In his book, Pease recognizes Jewish innovation, creativity, and success. He has entire chapters devoted to science, education, the military, aviation, economics, politics, the law, literature, performing arts, comedy, Hollywood, radio, television, entrepreneurs, philanthropists, and athletes. Pease also delves into some of the more ignominious Jews in history, so it's not all rainbows and sunshine.
The book itself is quite an achievement, as it was obviously an ambitious undertaking. At over 500 pages in length, Pease is extremely thorough. He gives props to just about everybody and offers a keen perspective on all things Jewish. Essentially, it's a comprehensive archive of our best and brightest. But it doesn't read like an archive; it's a great deal more engaging than that.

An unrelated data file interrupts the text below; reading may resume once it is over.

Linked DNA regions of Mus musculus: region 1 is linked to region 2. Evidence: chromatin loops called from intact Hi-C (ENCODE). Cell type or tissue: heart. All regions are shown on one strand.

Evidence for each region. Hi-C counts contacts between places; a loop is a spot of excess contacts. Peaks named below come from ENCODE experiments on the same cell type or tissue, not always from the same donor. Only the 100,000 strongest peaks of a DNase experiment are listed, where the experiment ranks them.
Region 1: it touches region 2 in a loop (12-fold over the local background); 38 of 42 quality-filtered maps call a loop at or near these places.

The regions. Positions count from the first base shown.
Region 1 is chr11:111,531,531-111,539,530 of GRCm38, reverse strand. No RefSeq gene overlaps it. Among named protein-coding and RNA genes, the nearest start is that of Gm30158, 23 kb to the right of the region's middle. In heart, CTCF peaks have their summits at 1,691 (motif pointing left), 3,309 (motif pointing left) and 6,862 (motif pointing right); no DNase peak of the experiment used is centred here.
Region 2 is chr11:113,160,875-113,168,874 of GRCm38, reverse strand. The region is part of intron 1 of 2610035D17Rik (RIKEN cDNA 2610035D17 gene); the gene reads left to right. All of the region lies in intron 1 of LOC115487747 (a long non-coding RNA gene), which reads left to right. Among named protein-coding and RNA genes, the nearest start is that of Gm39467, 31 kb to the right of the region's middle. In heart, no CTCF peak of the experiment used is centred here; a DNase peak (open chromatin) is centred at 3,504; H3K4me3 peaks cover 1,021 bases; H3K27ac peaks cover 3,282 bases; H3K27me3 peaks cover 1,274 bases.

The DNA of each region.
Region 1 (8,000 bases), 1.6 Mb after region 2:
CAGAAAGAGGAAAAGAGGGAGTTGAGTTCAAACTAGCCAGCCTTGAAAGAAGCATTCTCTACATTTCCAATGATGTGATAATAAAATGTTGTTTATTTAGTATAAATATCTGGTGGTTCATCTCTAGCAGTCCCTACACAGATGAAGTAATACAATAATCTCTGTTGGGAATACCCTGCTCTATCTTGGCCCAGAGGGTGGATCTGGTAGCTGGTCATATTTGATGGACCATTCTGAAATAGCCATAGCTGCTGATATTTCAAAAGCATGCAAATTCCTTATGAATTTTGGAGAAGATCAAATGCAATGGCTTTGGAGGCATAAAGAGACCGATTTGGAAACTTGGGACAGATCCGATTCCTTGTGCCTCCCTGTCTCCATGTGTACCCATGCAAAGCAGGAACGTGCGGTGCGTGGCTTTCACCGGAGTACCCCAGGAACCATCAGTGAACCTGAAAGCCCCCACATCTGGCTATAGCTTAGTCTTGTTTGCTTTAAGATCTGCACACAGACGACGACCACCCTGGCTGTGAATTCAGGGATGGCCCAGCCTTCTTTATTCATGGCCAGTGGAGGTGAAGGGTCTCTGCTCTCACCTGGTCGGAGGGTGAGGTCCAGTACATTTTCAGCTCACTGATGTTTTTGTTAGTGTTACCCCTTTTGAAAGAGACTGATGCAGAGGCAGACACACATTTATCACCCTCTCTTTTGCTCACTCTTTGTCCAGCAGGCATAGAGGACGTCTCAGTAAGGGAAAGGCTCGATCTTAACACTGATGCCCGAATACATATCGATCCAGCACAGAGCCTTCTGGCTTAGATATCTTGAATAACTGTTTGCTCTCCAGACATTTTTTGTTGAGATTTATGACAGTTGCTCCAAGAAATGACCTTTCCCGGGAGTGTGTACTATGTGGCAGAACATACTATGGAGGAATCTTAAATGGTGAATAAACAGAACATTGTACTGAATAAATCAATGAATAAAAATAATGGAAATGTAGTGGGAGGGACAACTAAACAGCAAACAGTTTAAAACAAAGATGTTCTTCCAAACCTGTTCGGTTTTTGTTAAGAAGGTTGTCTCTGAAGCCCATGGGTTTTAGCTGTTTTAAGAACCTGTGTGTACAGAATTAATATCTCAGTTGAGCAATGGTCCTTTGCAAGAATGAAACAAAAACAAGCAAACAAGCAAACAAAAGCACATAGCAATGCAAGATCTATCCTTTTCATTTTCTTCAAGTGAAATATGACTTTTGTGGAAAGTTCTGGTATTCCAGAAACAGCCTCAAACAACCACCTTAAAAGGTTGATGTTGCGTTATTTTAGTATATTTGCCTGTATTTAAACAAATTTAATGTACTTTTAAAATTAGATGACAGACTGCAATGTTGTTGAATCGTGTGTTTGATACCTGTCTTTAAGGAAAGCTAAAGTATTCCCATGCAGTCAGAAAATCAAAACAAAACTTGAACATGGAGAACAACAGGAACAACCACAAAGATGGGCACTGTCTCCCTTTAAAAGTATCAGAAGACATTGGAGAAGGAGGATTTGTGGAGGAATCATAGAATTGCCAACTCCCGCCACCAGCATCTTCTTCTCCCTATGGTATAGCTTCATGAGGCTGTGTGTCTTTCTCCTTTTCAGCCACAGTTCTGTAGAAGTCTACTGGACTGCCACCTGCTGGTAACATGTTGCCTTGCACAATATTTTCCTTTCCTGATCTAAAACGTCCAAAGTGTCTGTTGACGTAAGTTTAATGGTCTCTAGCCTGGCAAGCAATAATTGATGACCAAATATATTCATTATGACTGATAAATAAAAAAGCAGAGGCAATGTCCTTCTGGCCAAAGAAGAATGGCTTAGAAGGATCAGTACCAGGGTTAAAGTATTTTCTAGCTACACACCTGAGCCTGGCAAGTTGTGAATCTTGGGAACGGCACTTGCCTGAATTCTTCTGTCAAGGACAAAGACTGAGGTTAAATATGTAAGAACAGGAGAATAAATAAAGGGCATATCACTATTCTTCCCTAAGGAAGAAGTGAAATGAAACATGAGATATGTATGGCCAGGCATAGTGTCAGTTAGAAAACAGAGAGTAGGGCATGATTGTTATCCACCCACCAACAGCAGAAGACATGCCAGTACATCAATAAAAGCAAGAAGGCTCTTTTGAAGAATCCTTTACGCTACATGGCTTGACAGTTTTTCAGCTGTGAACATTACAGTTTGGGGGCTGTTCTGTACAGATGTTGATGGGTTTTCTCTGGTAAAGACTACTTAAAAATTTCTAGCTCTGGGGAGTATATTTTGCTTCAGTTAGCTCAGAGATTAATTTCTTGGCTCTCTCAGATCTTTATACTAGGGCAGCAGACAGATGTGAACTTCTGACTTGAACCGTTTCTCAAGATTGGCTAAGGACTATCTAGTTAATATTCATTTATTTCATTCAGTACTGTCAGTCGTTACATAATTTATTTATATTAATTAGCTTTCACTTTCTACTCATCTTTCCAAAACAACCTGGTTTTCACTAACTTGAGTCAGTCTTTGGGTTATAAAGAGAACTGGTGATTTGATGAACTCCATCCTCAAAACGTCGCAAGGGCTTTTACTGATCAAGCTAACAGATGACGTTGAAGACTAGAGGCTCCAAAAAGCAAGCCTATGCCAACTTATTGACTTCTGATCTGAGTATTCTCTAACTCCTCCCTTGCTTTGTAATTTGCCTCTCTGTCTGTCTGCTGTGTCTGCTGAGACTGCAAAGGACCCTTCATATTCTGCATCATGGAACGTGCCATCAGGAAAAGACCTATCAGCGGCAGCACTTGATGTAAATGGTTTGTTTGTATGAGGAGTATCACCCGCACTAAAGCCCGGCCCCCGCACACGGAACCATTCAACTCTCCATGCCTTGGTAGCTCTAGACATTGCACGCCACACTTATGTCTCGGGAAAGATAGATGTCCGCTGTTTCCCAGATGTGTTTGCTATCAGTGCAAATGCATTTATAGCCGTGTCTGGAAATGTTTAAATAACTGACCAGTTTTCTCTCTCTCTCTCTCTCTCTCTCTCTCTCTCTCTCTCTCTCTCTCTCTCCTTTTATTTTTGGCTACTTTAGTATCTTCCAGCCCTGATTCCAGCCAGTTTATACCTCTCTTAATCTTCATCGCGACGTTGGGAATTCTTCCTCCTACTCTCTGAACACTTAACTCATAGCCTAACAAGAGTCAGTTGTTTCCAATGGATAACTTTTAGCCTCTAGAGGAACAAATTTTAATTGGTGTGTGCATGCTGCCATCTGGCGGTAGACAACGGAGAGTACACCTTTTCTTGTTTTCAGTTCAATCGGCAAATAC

In his chapter on Jewish athletes, Pease pays homage to Sandy Koufax in a tribute worthy of the great hurler. My only gripe with that section of the book is Hank Greenberg's write-up, or rather lack of a write-up. Certainly, Greenberg is mentioned, but I felt he deserved the treatment Koufax got. Of course, Koufax has almost reached mythical status in contemporary times, so it's understandable.
Other than that slight omission, The Golden Age of Jewish Achievement really has no flaws. Pease did his homework and provides a pastiche of facts, trivia, and anecdotes. Some of the people highlighted in the book with Jewish ties will no doubt surprise you. Do yourselves a favor: buy this book. You can thank me later. Here's a link to it on Amazon.